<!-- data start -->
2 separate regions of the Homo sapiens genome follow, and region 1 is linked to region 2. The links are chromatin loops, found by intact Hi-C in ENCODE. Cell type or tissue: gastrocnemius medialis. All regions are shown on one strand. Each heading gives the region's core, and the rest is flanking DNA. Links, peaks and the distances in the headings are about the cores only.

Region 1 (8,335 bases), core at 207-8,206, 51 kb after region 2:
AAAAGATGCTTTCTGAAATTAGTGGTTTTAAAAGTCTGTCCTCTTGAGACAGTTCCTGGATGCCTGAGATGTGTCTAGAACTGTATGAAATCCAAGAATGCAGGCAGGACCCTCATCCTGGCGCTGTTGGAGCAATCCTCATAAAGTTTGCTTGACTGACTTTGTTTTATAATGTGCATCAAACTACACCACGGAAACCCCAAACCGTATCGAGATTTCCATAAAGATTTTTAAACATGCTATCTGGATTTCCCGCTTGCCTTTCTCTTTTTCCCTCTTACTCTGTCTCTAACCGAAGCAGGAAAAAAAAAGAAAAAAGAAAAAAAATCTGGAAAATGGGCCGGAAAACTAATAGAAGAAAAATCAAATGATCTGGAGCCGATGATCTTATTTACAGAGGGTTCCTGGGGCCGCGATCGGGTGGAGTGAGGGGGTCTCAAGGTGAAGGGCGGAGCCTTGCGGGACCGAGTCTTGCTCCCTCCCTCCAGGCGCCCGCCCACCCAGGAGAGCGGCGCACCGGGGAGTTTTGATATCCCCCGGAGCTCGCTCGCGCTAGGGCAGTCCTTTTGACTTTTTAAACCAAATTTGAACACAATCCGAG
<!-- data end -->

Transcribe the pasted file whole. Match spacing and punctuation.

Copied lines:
2 separate regions of the Homo sapiens genome follow, and region 1 is linked to region 2. The links are chromatin loops, found by intact Hi-C in ENCODE. Cell type or tissue: gastrocnemius medialis. All regions are shown on one strand. Each heading gives the region's core, and the rest is flanking DNA. Links, peaks and the distances in the headings are about the cores only.

Region 1 (8,335 bases), core at 207-8,206, 51 kb after region 2:
AAAAGATGCTTTCTGAAATTAGTGGTTTTAAAAGTCTGTCCTCTTGAGACAGTTCCTGGATGCCTGAGATGTGTCTAGAACTGTATGAAATCCAAGAATGCAGGCAGGACCCTCATCCTGGCGCTGTTGGAGCAATCCTCATAAAGTTTGCTTGACTGACTTTGTTTTATAATGTGCATCAAACTACACCACGGAAACCCCAAACCGTATCGAGATTTCCATAAAGATTTTTAAACATGCTATCTGGATTTCCCGCTTGCCTTTCTCTTTTTCCCTCTTACTCTGTCTCTAACCGAAGCAGGAAAAAAAAAGAAAAAAGAAAAAAAATCTGGAAAATGGGCCGGAAAACTAATAGAAGAAAAATCAAATGATCTGGAGCCGATGATCTTATTTACAGAGGGTTCCTGGGGCCGCGATCGGGTGGAGTGAGGGGGTCTCAAGGTGAAGGGCGGAGCCTTGCGGGACCGAGTCTTGCTCCCTCCCTCCAGGCGCCCGCCCACCCAGGAGAGCGGCGCACCGGGGAGTTTTGATATCCCCCGGAGCTCGCTCGCGCTAGGGCAGTCCTTTTGACTTTTTAAACCAAATTTGAACACAATCCGAG